The opinion of the court was delivered by: Stiehl, District Judge:
Before the Court is third-party defendants' motion to dismiss or, in
the alternative, for summary judgment. In its second amended third-party
complaint, Fairchild asks that the third-party defendants be held liable
in indemnity or contribution for all or part of the amount which
Catherine Baker, administratrix of the estate of Gearold
Baker, received in settlement with Fairchild.
The original plaintiff, Gearold Baker, brought suit against Fairchild,
alleging that he had incurred an asbestos-related disease as a result of
his exposure to Fairchild's products while employed as an aircraft
mechanic for the Department of the Air Force at Scott Air Force Base in
Illinois, between 1962 and 1966.
Baker's fifth amended complaint was framed in four counts. Counts I and
II were based on defendants' strict liability for design or manufacturing
defects in aircraft auxiliary power units with exhaust system asbestos
tape assemblies, which were designed, distributed, manufactured or sold
by Fairchild. Counts III and IV were based on defendants' alleged
negligence in using asbestos for the insulation of the auxiliary power
units, which Fairchild knew or should have known would cause injury to
persons in contact with the units, and in failing to warn Baker of the
dangers of asbestos exposure. Following Gearold Baker's death, Catherine
Baker was substituted as plaintiff.
Subsequently, Fairchild filed a third-party complaint against the
United States and the Department of the Air Force seeking contribution or
indemnity pursuant to the Federal Tort Claims Act (FTCA),
28 U.S.C. § 1346 (b), 2401(b), 2671-2680. Thereafter, Fairchild
filed a second amended third-party complaint which is before this Court.
Specifically, Fairchild alleges that the Air Force was negligent in
failing to warn Baker and Fairchild of the dangers of asbestos
inhalation, in supplying asbestos tape to Baker and requiring him to use
it in his work on the airplane, in allowing asbestos dust to remain in
the workplace, and in failing to provide Baker with protective equipment
to prevent inhalation of asbestos.
Baker subsequently settled the original action with Fairchild and
voluntarily dismissed the complaint. Counts I and II were voluntarily
dismissed on July 18, 1986. Counts III and IV were dismissed with
prejudice on April 7, 1987, pursuant to a stipulation for dismissal.
Therefore, only the second amended third-party complaint remains before
The second amended third-party complaint is framed in two counts. Count
I seeks recovery based on indemnity for the liability of Fairchild to
Baker under the negligence counts (Counts III and IV) of Baker's fifth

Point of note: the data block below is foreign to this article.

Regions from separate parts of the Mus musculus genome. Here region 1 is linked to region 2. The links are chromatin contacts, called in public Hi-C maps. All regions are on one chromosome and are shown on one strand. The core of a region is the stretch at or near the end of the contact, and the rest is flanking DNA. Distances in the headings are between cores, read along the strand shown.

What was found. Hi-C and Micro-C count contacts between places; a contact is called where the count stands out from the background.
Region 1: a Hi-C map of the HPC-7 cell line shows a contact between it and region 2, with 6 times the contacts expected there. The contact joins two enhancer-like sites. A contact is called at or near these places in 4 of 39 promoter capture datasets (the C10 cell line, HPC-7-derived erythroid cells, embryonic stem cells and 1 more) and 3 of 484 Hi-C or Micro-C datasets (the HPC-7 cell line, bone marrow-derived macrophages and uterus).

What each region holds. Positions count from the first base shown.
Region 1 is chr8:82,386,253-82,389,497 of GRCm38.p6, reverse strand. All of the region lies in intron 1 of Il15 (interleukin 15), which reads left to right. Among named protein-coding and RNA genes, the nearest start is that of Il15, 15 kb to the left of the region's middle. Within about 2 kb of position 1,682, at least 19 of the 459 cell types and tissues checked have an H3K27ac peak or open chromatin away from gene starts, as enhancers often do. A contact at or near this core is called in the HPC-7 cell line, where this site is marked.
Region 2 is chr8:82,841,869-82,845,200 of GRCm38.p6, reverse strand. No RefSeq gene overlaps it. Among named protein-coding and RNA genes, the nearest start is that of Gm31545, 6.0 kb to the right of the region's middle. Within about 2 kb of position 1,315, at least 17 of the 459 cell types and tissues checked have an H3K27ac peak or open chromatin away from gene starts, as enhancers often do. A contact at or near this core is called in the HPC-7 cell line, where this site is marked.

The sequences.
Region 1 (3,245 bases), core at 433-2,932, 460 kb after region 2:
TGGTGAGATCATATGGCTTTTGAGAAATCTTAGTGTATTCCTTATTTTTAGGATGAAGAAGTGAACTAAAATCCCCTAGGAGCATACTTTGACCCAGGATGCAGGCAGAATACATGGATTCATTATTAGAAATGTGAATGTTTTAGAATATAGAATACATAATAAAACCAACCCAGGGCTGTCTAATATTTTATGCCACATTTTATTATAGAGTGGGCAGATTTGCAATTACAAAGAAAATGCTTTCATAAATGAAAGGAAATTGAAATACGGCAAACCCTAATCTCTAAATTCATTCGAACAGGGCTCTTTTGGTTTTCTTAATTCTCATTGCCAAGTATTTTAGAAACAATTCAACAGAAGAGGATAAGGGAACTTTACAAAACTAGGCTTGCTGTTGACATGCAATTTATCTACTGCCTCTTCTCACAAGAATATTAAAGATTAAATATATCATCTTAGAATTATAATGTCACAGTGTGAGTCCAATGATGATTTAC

amended complaint. Count II seeks recovery based on contribution for the
liability of Fairchild to Baker under the negligence counts (Counts III
and IV) of Baker's fifth amended complaint.
The United States and the Air Force seek dismissal pursuant to
Fed.R.Civ.P. 12(b)(1) and (6), asserting that the Court lacks subject
matter jurisdiction and that Fairchild has failed to state a claim upon
which relief can be granted. The defendants move, in the alternative, for
summary judgment, pursuant to Fed.R.Civ.P. 56.
 The Court will first address the motion to dismiss for lack of
subject matter jurisdiction. The issue of the Court's jurisdiction is one
which is properly considered under Fed.R.Civ.P. 12(b)(1), not under Rule
56. Winslow v. Walters, 815 F.2d 1114, 1116 (7th Cir. 1987); Shockley v.
Jones, 823 F.2d 1068, 1070 (7th Cir. 1987). As the court in Shockley
stated, "A grant of summary judgment is a decision on the merits, whereas
if a court concludes it has no jurisdiction, it must dismiss the case
without reaching the merits. The question of jurisdiction is therefore
inappropriate for summary judgment." Id. (citations omitted). Moreover,
the Court may consider matters outside the pleadings which bear on a
motion to dismiss for lack of jurisdiction without converting that motion
into one for summary judgment. Sanchez v. Edgar, 710 F.2d 1292, 1295 (7th
In the case at bar, Fairchild asserts that this Court has subject
matter jurisdiction under the FTCA, 28 U.S.C. § 1346 (b) and 2671, et
seq. The defendants respond that this Court is deprived of subject matter
jurisdiction by the "discretionary function exception" found in
28 U.S.C. § 2680.
[2, 3] It is well-established that the United States, as a sovereign,
may only be sued to the extent that it has consented to suit by statute.
United States v. Testan, 424 U.S. 392, 399, 96 S.Ct. 948, 953-54, 47
L.Ed.2d 114 (1976); United States v. Sherwood 312 U.S. 584, 586, 61
S.Ct. 767, 769-70, 85 L.Ed. 1058 (1941); United States v. Shaw,
309 U.S. 495, 60 S.Ct. 659, 84 L.Ed. 888 (1940). "A waiver of sovereign
immunity cannot be implied, but must be unequivocally expressed." United
States v. Mitchell, 445 U.S. 535, 538, 100 S.Ct. 1349, 1351, 63 L.Ed.2d
607 (1980) quoting United States v. King, 395 U.S. 1, 4, 89 S.Ct. 1501,
1502-03, 23 L.Ed.2d 52 (1969). Moreover, statutory waivers of sovereign
immunity must be strictly construed. United States v. Sherwood, 312 U.S.
at 590, 61 S.Ct. at 771; Lojuk v. Quandt, 706 F.2d 1456, 1461 (7th Cir.
1983). Finally, the plaintiff ...